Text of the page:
USDA: CRISPR edited Mushrooms don’t need approval

Several people have asked for my perspective on the recently approved CRISPR mushrooms and I thought I’d share a few thoughts on why this is an important first step for commercial CRISPR usage.

First, what actually happened? The USDA reviewed the science behind a slower browning mushroom and decided the one alteration made with CRISPR, essentially making a handful of genetic changes that reduced the browning effect of an enzyme, wasn’t in and of itself a risk and as such, didn’t fall under the regulated category.

This was an important decision and distinction, as no viral, bacterial or non-species DNA had been added into the mushroom (unlike other GMO’s) and only a small change had been made to an enzyme to make it less effective, reducing browning by 30% that improved the mushroom’s shelf life.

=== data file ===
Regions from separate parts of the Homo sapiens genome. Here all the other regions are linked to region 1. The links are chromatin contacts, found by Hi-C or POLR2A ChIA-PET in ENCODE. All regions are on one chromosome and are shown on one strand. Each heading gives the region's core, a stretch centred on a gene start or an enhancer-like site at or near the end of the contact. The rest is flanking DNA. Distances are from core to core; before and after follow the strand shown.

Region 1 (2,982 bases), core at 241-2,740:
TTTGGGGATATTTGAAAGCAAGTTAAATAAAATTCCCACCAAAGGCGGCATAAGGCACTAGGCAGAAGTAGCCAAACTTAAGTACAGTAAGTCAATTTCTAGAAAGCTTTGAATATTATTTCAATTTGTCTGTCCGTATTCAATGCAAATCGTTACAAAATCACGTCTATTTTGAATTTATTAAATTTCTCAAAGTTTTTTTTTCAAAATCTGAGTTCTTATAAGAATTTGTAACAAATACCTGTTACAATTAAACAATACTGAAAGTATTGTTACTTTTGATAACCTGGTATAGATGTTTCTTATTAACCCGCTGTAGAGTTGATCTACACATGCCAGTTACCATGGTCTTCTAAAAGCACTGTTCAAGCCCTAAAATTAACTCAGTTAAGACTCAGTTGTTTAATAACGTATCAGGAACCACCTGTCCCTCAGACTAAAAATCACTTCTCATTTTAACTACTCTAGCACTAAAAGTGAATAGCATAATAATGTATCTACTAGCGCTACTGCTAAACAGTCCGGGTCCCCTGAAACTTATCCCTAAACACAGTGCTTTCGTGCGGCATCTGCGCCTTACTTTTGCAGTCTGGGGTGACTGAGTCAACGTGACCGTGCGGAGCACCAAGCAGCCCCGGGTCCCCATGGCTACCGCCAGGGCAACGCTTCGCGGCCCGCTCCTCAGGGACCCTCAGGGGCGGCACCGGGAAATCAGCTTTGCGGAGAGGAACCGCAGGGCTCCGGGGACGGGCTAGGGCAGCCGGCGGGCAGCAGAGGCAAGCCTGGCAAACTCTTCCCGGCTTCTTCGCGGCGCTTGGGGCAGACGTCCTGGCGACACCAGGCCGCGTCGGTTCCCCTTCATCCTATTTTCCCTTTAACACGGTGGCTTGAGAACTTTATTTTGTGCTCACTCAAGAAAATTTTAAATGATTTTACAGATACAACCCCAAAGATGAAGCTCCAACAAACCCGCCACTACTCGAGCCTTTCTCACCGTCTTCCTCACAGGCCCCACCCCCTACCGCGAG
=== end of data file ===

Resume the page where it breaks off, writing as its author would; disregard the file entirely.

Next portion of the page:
This in general is good for CRISPR technology as it points to a new path and use of CRISPR for agriculture, from non-browning apples to other applications to keep fruits and vegetables from spoiling too soon and it’s a positive sign for regulation of future innovation in this and other spaces for CRISPR technology as it shows that regulators are actively thinking about balancing new innovation with regulating realistic risk assessments.

Still not sure what CRISPR is? Check out this primer to get up to speed.